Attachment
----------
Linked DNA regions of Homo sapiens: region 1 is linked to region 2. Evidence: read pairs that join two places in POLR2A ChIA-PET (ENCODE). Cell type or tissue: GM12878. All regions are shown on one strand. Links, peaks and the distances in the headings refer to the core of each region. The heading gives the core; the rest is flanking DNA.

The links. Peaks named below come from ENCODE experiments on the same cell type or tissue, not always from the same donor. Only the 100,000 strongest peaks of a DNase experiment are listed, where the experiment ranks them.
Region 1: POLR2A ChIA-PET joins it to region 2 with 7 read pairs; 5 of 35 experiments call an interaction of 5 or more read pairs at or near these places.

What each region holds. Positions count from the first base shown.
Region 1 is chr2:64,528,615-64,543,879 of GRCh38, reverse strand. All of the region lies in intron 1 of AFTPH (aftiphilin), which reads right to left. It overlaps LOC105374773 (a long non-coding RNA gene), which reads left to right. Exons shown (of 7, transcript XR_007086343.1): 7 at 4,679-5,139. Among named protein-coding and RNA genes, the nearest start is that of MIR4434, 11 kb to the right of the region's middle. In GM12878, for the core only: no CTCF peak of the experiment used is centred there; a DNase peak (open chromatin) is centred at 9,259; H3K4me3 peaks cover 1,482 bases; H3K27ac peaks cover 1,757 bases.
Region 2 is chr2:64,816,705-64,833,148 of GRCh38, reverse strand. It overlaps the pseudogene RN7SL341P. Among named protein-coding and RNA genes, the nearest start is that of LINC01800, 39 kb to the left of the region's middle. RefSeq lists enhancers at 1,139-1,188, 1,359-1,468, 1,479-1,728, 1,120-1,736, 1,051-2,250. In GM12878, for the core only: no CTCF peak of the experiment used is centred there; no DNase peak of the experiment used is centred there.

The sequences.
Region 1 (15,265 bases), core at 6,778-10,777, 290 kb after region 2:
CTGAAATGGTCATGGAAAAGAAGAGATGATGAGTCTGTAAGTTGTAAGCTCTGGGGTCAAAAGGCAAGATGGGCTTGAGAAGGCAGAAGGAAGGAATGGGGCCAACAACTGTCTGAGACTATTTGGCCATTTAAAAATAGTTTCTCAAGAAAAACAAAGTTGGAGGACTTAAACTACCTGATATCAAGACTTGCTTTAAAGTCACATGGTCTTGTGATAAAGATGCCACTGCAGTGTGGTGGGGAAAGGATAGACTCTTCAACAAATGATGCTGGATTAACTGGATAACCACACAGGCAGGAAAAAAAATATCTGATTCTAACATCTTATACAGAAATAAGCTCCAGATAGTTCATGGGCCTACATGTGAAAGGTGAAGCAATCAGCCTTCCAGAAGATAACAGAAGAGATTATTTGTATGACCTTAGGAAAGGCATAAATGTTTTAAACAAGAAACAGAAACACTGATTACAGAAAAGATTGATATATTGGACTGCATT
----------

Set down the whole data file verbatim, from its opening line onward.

Linked DNA regions of Homo sapiens: region 1 is linked to region 2. Evidence: read pairs that join two places in POLR2A ChIA-PET (ENCODE). Cell type or tissue: GM12878. All regions are shown on one strand. Links, peaks and the distances in the headings refer to the core of each region. The heading gives the core; the rest is flanking DNA.

The links. Peaks named below come from ENCODE experiments on the same cell type or tissue, not always from the same donor. Only the 100,000 strongest peaks of a DNase experiment are listed, where the experiment ranks them.
Region 1: POLR2A ChIA-PET joins it to region 2 with 7 read pairs; 5 of 35 experiments call an interaction of 5 or more read pairs at or near these places.

What each region holds. Positions count from the first base shown.
Region 1 is chr2:64,528,615-64,543,879 of GRCh38, reverse strand. All of the region lies in intron 1 of AFTPH (aftiphilin), which reads right to left. It overlaps LOC105374773 (a long non-coding RNA gene), which reads left to right. Exons shown (of 7, transcript XR_007086343.1): 7 at 4,679-5,139. Among named protein-coding and RNA genes, the nearest start is that of MIR4434, 11 kb to the right of the region's middle. In GM12878, for the core only: no CTCF peak of the experiment used is centred there; a DNase peak (open chromatin) is centred at 9,259; H3K4me3 peaks cover 1,482 bases; H3K27ac peaks cover 1,757 bases.
Region 2 is chr2:64,816,705-64,833,148 of GRCh38, reverse strand. It overlaps the pseudogene RN7SL341P. Among named protein-coding and RNA genes, the nearest start is that of LINC01800, 39 kb to the left of the region's middle. RefSeq lists enhancers at 1,139-1,188, 1,359-1,468, 1,479-1,728, 1,120-1,736, 1,051-2,250. In GM12878, for the core only: no CTCF peak of the experiment used is centred there; no DNase peak of the experiment used is centred there.

The sequences.
Region 1 (15,265 bases), core at 6,778-10,777, 290 kb after region 2:
CTGAAATGGTCATGGAAAAGAAGAGATGATGAGTCTGTAAGTTGTAAGCTCTGGGGTCAAAAGGCAAGATGGGCTTGAGAAGGCAGAAGGAAGGAATGGGGCCAACAACTGTCTGAGACTATTTGGCCATTTAAAAATAGTTTCTCAAGAAAAACAAAGTTGGAGGACTTAAACTACCTGATATCAAGACTTGCTTTAAAGTCACATGGTCTTGTGATAAAGATGCCACTGCAGTGTGGTGGGGAAAGGATAGACTCTTCAACAAATGATGCTGGATTAACTGGATAACCACACAGGCAGGAAAAAAAATATCTGATTCTAACATCTTATACAGAAATAAGCTCCAGATAGTTCATGGGCCTACATGTGAAAGGTGAAGCAATCAGCCTTCCAGAAGATAACAGAAGAGATTATTTGTATGACCTTAGGAAAGGCATAAATGTTTTAAACAAGAAACAGAAACACTGATTACAGAAAAGATTGATATATTGGACTGCATT